• CALSTRS Pension Retirement Division

CALSTRS Pension Retirement Division in Divorce

The California State Teachers Retirement System (also known as CALSTRS) provides retirement, disability, and survivor benefits to teachers and their families. Benefits are provided to vested teachers who have served in California school districts, community colleges, and administration offices. Divorcing spouses may also be entitled to their former spouse’s CALSTRS pension. Read on to learn more about CALSTRS pension retirement division and how A People’s Choice can help you.

Overview of CALSTRS Pension Retirement Division

CALSTRS pension retirement is classified as community property if a spouse received the benefit while married. This means the petitioner or respondent in a divorce is required to divide his/her CALSTRS retirement with his/her spouse, unless the parties agree otherwise.

CALSTRS provides three different types of retirement plans: 1) Defined Benefit Program; 2) Defined Benefit Supplement; and 3) a Cash Balance Plan. Defined Benefit Plan participants receive a lifetime benefit based on their years of service credit, final compensation, and age. A Defined Benefit Supplement account provides additional funds to members upon retirement. The Cash Balance Benefit Program is designed for part-time teachers. Retired members can choose to receive a lump-sum payment of their account balance if it exceeds $3500 or roll it over into another retirement account.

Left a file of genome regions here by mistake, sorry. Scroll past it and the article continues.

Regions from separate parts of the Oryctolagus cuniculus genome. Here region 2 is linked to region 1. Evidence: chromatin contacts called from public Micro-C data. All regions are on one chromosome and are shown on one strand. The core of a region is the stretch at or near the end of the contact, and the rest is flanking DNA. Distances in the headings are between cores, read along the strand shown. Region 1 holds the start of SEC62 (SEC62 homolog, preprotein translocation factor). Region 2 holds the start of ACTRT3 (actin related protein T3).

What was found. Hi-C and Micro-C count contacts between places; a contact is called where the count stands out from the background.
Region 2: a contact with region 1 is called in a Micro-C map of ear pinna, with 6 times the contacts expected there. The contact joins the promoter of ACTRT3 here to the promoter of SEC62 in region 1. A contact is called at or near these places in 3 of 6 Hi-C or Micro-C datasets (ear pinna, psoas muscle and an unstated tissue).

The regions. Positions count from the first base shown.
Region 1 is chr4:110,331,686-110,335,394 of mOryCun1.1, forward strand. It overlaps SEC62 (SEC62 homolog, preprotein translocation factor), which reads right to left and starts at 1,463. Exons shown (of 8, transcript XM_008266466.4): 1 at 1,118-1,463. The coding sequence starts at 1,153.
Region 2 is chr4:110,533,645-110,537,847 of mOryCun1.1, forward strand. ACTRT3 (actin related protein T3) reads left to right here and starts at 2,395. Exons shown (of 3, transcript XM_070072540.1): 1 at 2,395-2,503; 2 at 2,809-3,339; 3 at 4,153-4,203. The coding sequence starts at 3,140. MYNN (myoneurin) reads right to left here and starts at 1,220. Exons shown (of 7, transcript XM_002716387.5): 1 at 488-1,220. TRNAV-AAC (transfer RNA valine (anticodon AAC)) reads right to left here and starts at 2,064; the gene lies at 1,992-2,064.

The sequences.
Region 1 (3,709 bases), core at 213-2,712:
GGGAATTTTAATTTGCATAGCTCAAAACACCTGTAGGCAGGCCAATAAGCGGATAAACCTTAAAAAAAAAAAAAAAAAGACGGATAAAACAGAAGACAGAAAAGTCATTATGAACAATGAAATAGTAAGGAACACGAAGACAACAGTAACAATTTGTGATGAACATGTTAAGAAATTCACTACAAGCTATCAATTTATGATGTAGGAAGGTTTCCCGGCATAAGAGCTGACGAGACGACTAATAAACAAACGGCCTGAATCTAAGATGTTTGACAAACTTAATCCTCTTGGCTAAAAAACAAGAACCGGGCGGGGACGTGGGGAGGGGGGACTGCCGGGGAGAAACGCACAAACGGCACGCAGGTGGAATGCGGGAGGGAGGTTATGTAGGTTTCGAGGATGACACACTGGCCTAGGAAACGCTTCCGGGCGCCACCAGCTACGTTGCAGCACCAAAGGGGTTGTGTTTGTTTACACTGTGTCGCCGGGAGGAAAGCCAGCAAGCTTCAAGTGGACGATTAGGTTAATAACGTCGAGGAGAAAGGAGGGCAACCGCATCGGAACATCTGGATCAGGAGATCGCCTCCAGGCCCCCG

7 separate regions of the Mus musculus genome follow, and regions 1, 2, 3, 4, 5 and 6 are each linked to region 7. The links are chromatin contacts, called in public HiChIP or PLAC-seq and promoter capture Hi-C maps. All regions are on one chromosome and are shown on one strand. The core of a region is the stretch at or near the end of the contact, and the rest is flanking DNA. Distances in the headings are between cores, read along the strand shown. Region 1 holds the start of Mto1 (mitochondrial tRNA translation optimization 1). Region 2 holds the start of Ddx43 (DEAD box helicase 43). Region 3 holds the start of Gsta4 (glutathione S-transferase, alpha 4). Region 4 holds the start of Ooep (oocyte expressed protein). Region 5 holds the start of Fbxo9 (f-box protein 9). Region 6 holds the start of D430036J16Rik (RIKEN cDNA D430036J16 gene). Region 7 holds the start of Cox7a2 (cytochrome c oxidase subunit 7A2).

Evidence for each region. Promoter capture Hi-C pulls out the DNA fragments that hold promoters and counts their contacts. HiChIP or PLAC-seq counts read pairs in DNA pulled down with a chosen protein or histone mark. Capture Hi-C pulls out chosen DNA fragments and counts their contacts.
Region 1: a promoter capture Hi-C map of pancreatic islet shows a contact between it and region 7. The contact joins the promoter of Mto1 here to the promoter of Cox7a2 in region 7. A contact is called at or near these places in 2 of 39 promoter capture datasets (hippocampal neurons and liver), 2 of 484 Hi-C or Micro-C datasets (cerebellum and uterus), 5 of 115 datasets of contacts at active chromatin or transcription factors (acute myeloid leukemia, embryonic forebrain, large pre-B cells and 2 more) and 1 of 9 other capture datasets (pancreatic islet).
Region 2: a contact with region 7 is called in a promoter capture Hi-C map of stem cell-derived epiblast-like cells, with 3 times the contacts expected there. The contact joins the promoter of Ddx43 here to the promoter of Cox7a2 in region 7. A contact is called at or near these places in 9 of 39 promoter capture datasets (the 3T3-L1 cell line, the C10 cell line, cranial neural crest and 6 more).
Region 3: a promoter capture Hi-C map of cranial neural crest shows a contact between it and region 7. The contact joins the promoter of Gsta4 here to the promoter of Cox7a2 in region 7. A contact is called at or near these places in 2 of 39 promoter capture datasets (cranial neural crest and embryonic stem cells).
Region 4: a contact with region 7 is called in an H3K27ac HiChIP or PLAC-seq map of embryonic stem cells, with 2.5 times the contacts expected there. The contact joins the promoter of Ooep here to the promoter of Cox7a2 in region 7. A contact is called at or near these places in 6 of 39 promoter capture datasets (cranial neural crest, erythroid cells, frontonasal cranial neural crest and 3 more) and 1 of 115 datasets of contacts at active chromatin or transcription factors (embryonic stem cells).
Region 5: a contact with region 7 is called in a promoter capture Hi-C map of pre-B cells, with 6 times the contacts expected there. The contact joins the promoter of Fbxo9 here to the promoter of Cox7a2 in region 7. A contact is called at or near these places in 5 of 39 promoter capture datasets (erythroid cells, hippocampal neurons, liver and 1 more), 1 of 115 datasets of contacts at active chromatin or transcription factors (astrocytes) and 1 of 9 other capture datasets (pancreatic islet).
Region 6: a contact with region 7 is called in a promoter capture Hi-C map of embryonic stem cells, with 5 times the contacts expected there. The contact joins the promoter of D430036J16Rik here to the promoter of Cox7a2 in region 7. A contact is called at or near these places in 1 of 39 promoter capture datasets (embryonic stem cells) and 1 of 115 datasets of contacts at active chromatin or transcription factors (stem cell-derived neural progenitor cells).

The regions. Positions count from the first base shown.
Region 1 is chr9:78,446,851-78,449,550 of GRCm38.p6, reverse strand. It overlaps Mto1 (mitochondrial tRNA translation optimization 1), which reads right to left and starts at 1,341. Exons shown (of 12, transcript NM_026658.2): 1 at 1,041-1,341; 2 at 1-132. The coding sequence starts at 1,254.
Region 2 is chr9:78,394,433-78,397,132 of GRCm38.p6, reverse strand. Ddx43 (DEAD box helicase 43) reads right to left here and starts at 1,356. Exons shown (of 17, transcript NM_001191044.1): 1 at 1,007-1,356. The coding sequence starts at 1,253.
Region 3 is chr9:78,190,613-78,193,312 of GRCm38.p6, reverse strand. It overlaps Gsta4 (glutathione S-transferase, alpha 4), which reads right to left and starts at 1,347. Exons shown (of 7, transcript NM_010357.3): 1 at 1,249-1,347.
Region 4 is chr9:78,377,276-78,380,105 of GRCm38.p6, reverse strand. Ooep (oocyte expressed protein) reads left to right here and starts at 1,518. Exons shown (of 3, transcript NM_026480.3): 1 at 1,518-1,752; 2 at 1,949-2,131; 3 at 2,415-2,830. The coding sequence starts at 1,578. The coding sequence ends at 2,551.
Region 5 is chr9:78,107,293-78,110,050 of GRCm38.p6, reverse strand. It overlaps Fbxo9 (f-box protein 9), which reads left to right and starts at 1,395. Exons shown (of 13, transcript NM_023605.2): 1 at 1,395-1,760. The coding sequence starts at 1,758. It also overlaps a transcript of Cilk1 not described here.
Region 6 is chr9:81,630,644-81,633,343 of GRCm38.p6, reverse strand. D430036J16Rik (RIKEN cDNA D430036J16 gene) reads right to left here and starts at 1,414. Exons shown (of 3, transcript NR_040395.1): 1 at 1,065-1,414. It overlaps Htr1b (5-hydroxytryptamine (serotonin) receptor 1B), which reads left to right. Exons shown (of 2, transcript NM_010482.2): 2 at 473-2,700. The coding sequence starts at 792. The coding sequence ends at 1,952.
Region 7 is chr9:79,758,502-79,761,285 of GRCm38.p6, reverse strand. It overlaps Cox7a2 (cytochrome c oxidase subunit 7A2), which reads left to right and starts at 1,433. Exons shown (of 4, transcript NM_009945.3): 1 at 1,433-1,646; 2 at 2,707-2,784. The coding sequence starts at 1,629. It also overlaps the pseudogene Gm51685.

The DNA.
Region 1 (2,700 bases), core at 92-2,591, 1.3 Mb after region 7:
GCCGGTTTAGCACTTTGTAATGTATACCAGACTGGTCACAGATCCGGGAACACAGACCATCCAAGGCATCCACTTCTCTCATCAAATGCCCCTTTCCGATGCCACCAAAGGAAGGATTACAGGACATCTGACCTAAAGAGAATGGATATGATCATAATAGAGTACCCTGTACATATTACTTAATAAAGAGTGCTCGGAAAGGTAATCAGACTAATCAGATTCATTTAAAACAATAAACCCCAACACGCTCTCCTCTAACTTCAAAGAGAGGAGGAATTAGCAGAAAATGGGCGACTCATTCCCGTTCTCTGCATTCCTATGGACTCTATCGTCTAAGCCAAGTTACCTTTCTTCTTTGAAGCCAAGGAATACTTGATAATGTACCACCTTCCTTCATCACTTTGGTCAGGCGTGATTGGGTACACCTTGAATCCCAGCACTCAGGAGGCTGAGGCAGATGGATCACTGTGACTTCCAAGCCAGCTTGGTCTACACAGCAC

How to Divide CALSTRS Retirement

There is a specific process that the petitioner and respondent must follow in order to join the CALSTRS pension to the divorce. Once the pension is joined, the couple can finalize a CALSTRS pension retirement division. Upon filing a divorce petition, CALSTRS must be served with legal documents indicating a party is claiming a community property interest in a CALSTRS pension/retirement. This process  is known as a Joinder, and formally brings CALSTRS into the divorce proceedings as an interested party. CALSTRS has 30 days to file a response to the Joinder. The Joinder will put a legal hold on the retirement account. The CALSTRS member will not be able to make any account changes, including the designation of beneficiaries, during this time.